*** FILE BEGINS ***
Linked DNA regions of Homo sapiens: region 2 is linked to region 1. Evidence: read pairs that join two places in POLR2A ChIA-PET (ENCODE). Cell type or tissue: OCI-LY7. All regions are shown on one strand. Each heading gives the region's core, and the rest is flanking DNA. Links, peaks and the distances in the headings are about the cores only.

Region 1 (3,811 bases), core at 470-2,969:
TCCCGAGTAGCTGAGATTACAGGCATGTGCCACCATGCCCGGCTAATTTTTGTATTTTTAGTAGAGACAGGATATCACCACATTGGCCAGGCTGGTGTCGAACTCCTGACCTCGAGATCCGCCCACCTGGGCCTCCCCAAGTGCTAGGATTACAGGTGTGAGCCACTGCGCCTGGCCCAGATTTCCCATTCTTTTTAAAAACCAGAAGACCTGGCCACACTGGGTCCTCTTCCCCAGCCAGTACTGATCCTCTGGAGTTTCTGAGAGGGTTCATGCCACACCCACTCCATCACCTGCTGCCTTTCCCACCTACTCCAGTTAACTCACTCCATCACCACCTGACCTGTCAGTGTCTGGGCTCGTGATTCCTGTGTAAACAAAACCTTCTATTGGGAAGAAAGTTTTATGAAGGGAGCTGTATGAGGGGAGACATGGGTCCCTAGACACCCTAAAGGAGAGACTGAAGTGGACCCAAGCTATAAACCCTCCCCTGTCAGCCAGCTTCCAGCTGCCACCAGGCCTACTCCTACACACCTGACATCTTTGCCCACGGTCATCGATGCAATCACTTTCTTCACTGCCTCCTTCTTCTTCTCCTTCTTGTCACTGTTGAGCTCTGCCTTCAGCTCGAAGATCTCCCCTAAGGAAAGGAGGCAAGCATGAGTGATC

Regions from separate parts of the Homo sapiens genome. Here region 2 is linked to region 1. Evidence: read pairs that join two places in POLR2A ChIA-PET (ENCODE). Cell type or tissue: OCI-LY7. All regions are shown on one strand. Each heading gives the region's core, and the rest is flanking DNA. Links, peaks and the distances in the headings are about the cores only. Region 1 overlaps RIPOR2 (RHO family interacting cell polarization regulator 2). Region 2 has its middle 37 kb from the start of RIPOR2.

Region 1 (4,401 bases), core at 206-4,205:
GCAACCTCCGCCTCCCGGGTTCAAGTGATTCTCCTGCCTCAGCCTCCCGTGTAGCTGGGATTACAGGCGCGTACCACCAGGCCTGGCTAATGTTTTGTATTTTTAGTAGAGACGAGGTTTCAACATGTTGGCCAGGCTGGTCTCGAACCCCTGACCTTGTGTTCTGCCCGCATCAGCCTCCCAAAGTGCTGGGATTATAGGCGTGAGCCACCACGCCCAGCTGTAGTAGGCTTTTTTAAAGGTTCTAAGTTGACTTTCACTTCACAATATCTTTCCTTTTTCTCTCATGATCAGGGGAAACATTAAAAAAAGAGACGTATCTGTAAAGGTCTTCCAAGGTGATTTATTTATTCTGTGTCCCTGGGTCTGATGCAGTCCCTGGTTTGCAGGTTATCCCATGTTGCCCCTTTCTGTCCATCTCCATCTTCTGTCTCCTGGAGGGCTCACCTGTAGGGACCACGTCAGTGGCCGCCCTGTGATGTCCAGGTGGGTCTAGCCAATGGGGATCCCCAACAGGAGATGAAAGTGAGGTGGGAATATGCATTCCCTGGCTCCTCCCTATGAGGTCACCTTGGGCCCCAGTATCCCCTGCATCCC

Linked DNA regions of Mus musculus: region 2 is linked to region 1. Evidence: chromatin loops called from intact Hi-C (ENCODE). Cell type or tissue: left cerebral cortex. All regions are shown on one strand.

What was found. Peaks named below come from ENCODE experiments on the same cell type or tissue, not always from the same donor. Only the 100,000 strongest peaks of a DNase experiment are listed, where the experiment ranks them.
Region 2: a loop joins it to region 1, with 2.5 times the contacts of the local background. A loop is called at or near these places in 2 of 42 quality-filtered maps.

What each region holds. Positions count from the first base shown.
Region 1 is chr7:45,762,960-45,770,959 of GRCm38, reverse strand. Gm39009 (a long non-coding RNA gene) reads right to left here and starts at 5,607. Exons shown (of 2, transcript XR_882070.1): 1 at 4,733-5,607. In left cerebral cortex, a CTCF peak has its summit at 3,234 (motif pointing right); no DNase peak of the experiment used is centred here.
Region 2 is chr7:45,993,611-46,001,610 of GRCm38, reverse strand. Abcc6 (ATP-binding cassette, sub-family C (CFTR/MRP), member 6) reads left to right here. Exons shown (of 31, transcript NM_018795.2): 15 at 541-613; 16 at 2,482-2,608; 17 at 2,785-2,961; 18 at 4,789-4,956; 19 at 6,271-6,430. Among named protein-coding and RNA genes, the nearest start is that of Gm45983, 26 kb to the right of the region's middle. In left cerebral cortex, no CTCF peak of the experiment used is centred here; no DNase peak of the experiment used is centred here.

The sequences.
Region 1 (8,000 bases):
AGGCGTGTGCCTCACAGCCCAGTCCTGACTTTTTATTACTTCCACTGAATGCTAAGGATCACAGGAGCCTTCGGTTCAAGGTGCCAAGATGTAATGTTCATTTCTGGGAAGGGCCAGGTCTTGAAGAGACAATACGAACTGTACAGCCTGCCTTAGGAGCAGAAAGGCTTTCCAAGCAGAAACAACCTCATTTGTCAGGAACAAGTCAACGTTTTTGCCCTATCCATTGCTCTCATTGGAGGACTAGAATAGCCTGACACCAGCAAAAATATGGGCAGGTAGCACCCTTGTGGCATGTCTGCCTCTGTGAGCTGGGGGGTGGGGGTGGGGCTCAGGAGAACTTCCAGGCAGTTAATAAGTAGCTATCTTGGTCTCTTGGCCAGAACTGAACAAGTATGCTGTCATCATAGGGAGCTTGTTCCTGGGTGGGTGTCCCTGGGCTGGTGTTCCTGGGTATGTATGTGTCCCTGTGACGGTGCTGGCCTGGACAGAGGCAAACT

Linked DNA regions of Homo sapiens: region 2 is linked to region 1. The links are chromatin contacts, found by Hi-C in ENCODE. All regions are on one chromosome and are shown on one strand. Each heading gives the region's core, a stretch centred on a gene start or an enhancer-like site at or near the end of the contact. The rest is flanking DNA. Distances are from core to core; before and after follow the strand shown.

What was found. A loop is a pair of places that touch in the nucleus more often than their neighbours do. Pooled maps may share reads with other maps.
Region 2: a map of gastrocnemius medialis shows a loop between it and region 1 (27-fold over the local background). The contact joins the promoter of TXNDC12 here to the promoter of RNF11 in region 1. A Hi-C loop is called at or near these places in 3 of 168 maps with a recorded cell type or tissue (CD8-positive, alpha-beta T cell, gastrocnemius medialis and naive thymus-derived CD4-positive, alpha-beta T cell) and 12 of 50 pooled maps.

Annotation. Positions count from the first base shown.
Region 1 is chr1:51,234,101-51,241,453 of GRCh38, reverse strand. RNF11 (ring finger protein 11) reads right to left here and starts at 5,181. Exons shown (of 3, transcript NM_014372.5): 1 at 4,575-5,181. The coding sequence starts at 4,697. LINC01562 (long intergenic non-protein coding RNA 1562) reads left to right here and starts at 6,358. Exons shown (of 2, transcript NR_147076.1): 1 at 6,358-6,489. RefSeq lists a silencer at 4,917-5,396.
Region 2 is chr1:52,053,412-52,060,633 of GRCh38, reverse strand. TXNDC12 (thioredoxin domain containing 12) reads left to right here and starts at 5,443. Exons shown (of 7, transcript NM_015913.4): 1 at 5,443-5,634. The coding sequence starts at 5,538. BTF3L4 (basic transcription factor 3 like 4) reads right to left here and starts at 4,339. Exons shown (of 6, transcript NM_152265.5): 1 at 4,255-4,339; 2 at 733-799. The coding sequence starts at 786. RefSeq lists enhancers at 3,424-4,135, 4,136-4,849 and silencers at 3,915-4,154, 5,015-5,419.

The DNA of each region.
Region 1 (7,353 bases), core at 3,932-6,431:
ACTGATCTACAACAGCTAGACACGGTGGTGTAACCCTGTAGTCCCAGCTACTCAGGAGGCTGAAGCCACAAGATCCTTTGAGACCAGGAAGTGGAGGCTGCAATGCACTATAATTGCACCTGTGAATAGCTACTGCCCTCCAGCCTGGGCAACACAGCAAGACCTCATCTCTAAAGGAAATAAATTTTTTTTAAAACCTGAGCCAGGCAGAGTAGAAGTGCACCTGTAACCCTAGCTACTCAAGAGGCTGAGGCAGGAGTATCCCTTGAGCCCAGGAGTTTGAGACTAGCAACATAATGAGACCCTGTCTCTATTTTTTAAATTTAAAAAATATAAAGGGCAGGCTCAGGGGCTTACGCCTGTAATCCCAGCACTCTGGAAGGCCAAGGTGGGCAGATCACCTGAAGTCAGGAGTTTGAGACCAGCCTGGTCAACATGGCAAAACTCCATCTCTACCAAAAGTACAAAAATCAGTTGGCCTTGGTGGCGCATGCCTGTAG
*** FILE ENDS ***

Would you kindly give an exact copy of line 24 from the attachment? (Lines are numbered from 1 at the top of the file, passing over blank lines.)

ACTGATCTACAACAGCTAGACACGGTGGTGTAACCCTGTAGTCCCAGCTACTCAGGAGGCTGAAGCCACAAGATCCTTTGAGACCAGGAAGTGGAGGCTGCAATGCACTATAATTGCACCTGTGAATAGCTACTGCCCTCCAGCCTGGGCAACACAGCAAGACCTCATCTCTAAAGGAAATAAATTTTTTTTAAAACCTGAGCCAGGCAGAGTAGAAGTGCACCTGTAACCCTAGCTACTCAAGAGGCTGAGGCAGGAGTATCCCTTGAGCCCAGGAGTTTGAGACTAGCAACATAATGAGACCCTGTCTCTATTTTTTAAATTTAAAAAATATAAAGGGCAGGCTCAGGGGCTTACGCCTGTAATCCCAGCACTCTGGAAGGCCAAGGTGGGCAGATCACCTGAAGTCAGGAGTTTGAGACCAGCCTGGTCAACATGGCAAAACTCCATCTCTACCAAAAGTACAAAAATCAGTTGGCCTTGGTGGCGCATGCCTGTAG